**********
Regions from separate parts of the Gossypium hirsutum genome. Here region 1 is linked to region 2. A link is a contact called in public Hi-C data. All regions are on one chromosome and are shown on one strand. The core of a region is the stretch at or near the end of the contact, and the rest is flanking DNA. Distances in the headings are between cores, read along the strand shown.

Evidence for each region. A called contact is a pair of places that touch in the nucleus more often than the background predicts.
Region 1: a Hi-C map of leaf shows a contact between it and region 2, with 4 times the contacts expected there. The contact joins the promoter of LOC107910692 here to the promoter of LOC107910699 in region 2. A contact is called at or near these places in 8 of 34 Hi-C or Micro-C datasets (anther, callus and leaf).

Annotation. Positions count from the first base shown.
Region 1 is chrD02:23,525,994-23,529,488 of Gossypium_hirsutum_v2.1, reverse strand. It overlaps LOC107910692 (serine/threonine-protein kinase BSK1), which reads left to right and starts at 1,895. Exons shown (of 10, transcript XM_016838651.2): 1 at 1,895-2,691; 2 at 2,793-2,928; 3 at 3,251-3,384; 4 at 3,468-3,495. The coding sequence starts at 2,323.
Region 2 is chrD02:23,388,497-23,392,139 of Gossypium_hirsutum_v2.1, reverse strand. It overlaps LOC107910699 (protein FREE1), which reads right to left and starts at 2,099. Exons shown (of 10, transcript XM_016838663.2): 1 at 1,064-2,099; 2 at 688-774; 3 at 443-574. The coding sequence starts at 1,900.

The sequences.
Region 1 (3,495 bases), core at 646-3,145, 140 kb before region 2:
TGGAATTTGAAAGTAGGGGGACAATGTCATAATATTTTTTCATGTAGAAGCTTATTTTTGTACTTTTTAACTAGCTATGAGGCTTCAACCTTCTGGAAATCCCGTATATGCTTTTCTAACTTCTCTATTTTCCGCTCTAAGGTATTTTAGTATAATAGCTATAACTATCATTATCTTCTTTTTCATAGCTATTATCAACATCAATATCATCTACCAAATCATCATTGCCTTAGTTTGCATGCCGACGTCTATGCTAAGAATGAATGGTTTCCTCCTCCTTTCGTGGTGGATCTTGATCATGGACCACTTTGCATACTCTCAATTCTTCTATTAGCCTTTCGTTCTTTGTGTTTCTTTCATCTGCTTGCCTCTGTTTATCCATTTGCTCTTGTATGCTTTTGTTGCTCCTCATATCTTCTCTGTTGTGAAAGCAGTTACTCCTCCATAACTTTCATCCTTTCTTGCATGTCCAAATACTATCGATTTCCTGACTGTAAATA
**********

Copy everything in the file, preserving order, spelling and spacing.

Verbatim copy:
Regions from separate parts of the Gossypium hirsutum genome. Here region 1 is linked to region 2. A link is a contact called in public Hi-C data. All regions are on one chromosome and are shown on one strand. The core of a region is the stretch at or near the end of the contact, and the rest is flanking DNA. Distances in the headings are between cores, read along the strand shown.

Evidence for each region. A called contact is a pair of places that touch in the nucleus more often than the background predicts.
Region 1: a Hi-C map of leaf shows a contact between it and region 2, with 4 times the contacts expected there. The contact joins the promoter of LOC107910692 here to the promoter of LOC107910699 in region 2. A contact is called at or near these places in 8 of 34 Hi-C or Micro-C datasets (anther, callus and leaf).

Annotation. Positions count from the first base shown.
Region 1 is chrD02:23,525,994-23,529,488 of Gossypium_hirsutum_v2.1, reverse strand. It overlaps LOC107910692 (serine/threonine-protein kinase BSK1), which reads left to right and starts at 1,895. Exons shown (of 10, transcript XM_016838651.2): 1 at 1,895-2,691; 2 at 2,793-2,928; 3 at 3,251-3,384; 4 at 3,468-3,495. The coding sequence starts at 2,323.
Region 2 is chrD02:23,388,497-23,392,139 of Gossypium_hirsutum_v2.1, reverse strand. It overlaps LOC107910699 (protein FREE1), which reads right to left and starts at 2,099. Exons shown (of 10, transcript XM_016838663.2): 1 at 1,064-2,099; 2 at 688-774; 3 at 443-574. The coding sequence starts at 1,900.

The sequences.
Region 1 (3,495 bases), core at 646-3,145, 140 kb before region 2:
TGGAATTTGAAAGTAGGGGGACAATGTCATAATATTTTTTCATGTAGAAGCTTATTTTTGTACTTTTTAACTAGCTATGAGGCTTCAACCTTCTGGAAATCCCGTATATGCTTTTCTAACTTCTCTATTTTCCGCTCTAAGGTATTTTAGTATAATAGCTATAACTATCATTATCTTCTTTTTCATAGCTATTATCAACATCAATATCATCTACCAAATCATCATTGCCTTAGTTTGCATGCCGACGTCTATGCTAAGAATGAATGGTTTCCTCCTCCTTTCGTGGTGGATCTTGATCATGGACCACTTTGCATACTCTCAATTCTTCTATTAGCCTTTCGTTCTTTGTGTTTCTTTCATCTGCTTGCCTCTGTTTATCCATTTGCTCTTGTATGCTTTTGTTGCTCCTCATATCTTCTCTGTTGTGAAAGCAGTTACTCCTCCATAACTTTCATCCTTTCTTGCATGTCCAAATACTATCGATTTCCTGACTGTAAATA